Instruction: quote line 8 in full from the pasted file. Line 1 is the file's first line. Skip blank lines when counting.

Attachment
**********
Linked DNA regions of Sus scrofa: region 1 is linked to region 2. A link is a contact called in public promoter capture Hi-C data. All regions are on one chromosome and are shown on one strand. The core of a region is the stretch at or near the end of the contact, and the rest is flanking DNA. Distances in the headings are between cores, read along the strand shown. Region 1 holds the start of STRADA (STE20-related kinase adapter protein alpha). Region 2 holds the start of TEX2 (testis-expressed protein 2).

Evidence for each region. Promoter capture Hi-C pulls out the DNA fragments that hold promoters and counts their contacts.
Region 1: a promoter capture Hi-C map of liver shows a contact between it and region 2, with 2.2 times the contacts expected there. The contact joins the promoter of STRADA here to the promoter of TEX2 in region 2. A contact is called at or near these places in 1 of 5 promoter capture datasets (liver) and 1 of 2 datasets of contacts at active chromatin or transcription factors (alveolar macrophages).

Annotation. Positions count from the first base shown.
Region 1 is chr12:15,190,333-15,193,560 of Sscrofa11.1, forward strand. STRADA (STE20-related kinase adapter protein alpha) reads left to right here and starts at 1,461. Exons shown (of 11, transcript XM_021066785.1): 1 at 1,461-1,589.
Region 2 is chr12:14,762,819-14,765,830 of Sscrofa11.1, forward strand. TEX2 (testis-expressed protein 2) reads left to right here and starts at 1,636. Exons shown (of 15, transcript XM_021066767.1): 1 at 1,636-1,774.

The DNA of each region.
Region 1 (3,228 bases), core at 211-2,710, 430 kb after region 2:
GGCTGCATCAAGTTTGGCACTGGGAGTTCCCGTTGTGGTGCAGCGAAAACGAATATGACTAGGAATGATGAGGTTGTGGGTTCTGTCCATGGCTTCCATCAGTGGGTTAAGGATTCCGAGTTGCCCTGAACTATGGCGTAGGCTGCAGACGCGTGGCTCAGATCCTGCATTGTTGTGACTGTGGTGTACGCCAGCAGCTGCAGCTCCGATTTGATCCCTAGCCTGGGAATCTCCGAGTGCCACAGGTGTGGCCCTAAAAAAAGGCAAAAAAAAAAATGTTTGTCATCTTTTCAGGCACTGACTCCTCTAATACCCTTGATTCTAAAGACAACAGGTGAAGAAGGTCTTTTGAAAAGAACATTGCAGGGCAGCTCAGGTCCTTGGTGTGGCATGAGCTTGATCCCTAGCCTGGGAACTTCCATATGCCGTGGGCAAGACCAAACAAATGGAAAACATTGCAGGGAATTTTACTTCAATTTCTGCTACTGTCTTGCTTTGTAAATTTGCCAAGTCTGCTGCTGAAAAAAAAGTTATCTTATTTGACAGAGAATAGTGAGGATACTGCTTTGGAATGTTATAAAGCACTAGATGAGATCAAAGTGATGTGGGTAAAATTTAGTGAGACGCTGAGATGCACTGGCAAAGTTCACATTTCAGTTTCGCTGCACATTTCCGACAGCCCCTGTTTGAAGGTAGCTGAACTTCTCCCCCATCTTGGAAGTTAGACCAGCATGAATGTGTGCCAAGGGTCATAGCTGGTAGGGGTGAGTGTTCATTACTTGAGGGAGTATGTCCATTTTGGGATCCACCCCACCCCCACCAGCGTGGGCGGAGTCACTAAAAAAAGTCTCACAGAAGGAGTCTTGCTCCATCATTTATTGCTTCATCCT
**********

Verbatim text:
Region 1 (3,228 bases), core at 211-2,710, 430 kb after region 2: